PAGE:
It is the responsibility of DEFF to implement the CITES framework in our own domestic legislation as a baseline and, where CITES is inadequate, to legislate appropriately for South Africa. Threatened or Protected Species (TOPS) regulations, under the Nemba Act, require the government to give national protection to listed threatened or protected species to ensure their survival in the wild. Activities such as the collection, breeding and export of these species without a non-detrimental finding (NDF) to assess the effects of removal, should not be allowed because they may threaten the survival of the species in the wild.

Of the 2,179 indigenous tortoises identified in the report, 2,029 were exported to pet shops, cafés and traders, and even the ones destined for zoos were tagged for commercial trade. Most of these tortoises, exported as pets and food, are listed on CITES Appendix-II. This requires an NDF before export permits can be issued and the issuing authority must ensure the specimen was legally obtained.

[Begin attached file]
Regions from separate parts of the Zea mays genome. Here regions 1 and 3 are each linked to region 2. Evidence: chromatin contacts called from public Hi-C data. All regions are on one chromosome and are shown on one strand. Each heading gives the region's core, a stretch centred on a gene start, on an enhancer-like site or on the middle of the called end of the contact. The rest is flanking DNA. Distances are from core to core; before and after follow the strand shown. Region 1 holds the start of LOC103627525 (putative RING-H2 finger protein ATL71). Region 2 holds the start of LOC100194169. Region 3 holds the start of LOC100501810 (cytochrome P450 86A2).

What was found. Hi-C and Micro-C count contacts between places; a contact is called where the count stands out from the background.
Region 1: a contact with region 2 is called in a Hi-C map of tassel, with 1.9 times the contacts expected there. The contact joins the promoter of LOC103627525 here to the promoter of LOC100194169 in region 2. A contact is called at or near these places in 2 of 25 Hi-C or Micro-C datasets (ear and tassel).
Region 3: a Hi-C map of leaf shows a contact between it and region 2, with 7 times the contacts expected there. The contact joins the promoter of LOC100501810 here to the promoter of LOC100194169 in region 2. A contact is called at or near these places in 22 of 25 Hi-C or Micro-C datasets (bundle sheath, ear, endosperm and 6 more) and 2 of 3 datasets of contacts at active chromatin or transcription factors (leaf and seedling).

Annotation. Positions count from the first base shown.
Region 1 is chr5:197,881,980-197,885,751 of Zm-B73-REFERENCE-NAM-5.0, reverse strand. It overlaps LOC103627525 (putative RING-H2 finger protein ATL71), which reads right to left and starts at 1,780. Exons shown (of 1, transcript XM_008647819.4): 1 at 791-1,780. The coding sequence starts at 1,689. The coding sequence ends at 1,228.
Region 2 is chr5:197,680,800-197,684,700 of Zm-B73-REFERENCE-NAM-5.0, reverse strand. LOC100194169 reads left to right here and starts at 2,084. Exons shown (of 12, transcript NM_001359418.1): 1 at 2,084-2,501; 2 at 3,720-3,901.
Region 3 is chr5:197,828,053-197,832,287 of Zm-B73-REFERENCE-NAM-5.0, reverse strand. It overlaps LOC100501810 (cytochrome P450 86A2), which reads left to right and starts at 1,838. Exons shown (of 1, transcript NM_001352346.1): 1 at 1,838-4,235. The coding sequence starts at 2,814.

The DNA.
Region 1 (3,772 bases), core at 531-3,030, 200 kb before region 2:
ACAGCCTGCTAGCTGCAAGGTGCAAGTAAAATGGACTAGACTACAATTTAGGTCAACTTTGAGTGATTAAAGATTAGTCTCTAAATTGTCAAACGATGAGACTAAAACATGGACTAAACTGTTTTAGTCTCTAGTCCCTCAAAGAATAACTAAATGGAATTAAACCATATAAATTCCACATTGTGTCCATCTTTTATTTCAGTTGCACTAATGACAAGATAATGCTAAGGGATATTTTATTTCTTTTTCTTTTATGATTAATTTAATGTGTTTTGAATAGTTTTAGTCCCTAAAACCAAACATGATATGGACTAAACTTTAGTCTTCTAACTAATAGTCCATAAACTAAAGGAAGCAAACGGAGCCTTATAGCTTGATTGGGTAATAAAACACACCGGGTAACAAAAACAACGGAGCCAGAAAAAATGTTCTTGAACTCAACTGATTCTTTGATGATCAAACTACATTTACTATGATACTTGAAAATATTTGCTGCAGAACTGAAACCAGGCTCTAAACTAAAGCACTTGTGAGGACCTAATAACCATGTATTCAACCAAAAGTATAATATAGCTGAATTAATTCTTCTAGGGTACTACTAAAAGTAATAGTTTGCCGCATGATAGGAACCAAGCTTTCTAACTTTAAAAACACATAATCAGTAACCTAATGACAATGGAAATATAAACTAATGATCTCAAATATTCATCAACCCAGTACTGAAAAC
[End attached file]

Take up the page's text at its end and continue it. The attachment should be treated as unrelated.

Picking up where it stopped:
The South African Scientific Authority, however, has failed to prepare an NDF for any indigenous tortoise species, nor is there a system or the technology for checking their origin. Unperturbed, South Africa is allowing the export of indigenous tortoise species, including the TOPS-listed Angulate tortoise, relying on the honesty of the exporters to declare the source as wild or captive-bred.